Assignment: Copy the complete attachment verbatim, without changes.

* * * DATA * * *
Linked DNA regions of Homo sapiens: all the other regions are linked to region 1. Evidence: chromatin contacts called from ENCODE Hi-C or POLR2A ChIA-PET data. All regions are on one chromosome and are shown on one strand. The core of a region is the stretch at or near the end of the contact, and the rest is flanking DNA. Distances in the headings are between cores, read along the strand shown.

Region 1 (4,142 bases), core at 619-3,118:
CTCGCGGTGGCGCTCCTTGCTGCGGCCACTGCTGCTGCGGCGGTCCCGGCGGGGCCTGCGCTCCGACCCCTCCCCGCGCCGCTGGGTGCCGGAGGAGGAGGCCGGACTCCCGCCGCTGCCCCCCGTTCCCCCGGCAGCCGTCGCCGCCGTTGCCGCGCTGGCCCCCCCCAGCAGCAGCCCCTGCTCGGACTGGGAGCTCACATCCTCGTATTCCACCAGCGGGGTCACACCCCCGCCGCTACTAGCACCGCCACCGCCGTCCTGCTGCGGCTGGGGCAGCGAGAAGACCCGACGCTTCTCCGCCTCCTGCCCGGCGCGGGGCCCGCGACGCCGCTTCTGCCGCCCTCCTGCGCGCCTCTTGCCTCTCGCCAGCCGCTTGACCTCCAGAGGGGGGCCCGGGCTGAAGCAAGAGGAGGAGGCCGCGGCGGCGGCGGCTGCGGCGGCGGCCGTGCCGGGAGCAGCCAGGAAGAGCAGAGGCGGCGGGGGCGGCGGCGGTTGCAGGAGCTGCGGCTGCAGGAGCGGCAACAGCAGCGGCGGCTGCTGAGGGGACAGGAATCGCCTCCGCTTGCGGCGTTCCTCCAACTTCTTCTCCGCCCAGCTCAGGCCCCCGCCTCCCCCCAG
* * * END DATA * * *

Linked DNA regions of Homo sapiens: all the other regions are linked to region 1. Evidence: chromatin contacts called from ENCODE Hi-C or POLR2A ChIA-PET data. All regions are on one chromosome and are shown on one strand. The core of a region is the stretch at or near the end of the contact, and the rest is flanking DNA. Distances in the headings are between cores, read along the strand shown.

Region 1 (4,142 bases), core at 619-3,118:
CTCGCGGTGGCGCTCCTTGCTGCGGCCACTGCTGCTGCGGCGGTCCCGGCGGGGCCTGCGCTCCGACCCCTCCCCGCGCCGCTGGGTGCCGGAGGAGGAGGCCGGACTCCCGCCGCTGCCCCCCGTTCCCCCGGCAGCCGTCGCCGCCGTTGCCGCGCTGGCCCCCCCCAGCAGCAGCCCCTGCTCGGACTGGGAGCTCACATCCTCGTATTCCACCAGCGGGGTCACACCCCCGCCGCTACTAGCACCGCCACCGCCGTCCTGCTGCGGCTGGGGCAGCGAGAAGACCCGACGCTTCTCCGCCTCCTGCCCGGCGCGGGGCCCGCGACGCCGCTTCTGCCGCCCTCCTGCGCGCCTCTTGCCTCTCGCCAGCCGCTTGACCTCCAGAGGGGGGCCCGGGCTGAAGCAAGAGGAGGAGGCCGCGGCGGCGGCGGCTGCGGCGGCGGCCGTGCCGGGAGCAGCCAGGAAGAGCAGAGGCGGCGGGGGCGGCGGCGGTTGCAGGAGCTGCGGCTGCAGGAGCGGCAACAGCAGCGGCGGCTGCTGAGGGGACAGGAATCGCCTCCGCTTGCGGCGTTCCTCCAACTTCTTCTCCGCCCAGCTCAGGCCCCCGCCTCCCCCCAG